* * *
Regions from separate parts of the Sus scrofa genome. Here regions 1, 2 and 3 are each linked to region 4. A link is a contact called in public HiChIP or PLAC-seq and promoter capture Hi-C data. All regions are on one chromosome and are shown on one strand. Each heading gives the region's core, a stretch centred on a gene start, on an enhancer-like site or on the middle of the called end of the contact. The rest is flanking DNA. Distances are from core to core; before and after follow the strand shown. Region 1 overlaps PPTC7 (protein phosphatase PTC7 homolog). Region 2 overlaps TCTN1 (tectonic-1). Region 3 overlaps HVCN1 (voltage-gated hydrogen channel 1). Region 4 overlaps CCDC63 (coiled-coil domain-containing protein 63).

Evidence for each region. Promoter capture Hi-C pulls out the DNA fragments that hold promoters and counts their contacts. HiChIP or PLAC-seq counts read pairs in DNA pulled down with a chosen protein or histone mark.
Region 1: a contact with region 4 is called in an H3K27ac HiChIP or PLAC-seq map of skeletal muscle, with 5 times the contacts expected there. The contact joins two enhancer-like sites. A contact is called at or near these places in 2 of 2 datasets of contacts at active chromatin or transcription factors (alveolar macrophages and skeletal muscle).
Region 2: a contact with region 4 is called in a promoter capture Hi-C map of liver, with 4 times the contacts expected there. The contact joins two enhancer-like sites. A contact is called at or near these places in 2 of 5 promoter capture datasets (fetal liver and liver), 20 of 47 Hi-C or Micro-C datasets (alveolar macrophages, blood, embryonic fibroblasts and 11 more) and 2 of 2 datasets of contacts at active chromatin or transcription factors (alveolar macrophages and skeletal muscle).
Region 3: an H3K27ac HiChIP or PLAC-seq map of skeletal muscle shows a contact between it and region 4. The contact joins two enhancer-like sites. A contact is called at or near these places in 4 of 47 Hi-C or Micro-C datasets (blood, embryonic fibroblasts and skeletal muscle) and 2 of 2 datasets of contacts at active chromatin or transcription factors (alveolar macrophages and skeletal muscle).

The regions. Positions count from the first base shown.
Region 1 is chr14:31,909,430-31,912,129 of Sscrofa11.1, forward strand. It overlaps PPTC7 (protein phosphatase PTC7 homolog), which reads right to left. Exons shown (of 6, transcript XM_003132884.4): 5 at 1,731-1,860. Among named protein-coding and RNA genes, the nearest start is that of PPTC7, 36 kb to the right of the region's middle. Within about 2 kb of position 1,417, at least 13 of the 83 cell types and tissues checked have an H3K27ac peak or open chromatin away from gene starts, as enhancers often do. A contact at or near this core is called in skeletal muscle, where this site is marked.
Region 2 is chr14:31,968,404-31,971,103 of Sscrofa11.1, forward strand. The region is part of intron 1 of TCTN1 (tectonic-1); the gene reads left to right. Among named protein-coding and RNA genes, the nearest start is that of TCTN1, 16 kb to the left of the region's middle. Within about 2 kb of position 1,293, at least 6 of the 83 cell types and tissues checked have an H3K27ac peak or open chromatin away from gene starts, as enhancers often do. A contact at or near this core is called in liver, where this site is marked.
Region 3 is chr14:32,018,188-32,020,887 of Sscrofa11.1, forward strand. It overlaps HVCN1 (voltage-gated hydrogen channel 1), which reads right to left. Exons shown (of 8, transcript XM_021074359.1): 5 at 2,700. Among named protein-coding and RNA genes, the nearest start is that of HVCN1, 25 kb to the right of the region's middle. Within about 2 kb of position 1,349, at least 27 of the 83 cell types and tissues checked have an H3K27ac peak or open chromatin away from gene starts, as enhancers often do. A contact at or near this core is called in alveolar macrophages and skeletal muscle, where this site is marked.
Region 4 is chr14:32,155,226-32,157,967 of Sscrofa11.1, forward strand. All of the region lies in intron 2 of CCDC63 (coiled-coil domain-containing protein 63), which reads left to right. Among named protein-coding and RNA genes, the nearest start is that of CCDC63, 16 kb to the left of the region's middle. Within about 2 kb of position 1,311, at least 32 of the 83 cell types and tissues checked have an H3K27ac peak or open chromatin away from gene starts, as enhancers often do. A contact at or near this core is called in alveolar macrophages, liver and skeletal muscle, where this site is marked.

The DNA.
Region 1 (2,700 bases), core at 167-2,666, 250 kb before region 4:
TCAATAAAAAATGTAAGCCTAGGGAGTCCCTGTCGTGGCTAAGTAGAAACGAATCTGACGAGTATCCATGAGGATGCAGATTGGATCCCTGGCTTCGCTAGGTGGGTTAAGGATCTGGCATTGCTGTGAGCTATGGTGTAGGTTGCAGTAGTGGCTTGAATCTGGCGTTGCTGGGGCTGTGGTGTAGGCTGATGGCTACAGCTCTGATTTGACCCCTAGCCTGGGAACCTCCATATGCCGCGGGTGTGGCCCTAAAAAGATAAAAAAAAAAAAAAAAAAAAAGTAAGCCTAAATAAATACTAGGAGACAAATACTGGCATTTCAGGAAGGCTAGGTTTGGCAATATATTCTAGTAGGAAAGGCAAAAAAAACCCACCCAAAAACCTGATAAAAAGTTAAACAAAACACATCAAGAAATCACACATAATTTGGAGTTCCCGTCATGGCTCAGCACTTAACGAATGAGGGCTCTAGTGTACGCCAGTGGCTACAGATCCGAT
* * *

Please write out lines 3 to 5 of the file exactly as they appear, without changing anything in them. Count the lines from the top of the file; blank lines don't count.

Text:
Region 1: a contact with region 4 is called in an H3K27ac HiChIP or PLAC-seq map of skeletal muscle, with 5 times the contacts expected there. The contact joins two enhancer-like sites. A contact is called at or near these places in 2 of 2 datasets of contacts at active chromatin or transcription factors (alveolar macrophages and skeletal muscle).
Region 2: a contact with region 4 is called in a promoter capture Hi-C map of liver, with 4 times the contacts expected there. The contact joins two enhancer-like sites. A contact is called at or near these places in 2 of 5 promoter capture datasets (fetal liver and liver), 20 of 47 Hi-C or Micro-C datasets (alveolar macrophages, blood, embryonic fibroblasts and 11 more) and 2 of 2 datasets of contacts at active chromatin or transcription factors (alveolar macrophages and skeletal muscle).
Region 3: an H3K27ac HiChIP or PLAC-seq map of skeletal muscle shows a contact between it and region 4. The contact joins two enhancer-like sites. A contact is called at or near these places in 4 of 47 Hi-C or Micro-C datasets (blood, embryonic fibroblasts and skeletal muscle) and 2 of 2 datasets of contacts at active chromatin or transcription factors (alveolar macrophages and skeletal muscle).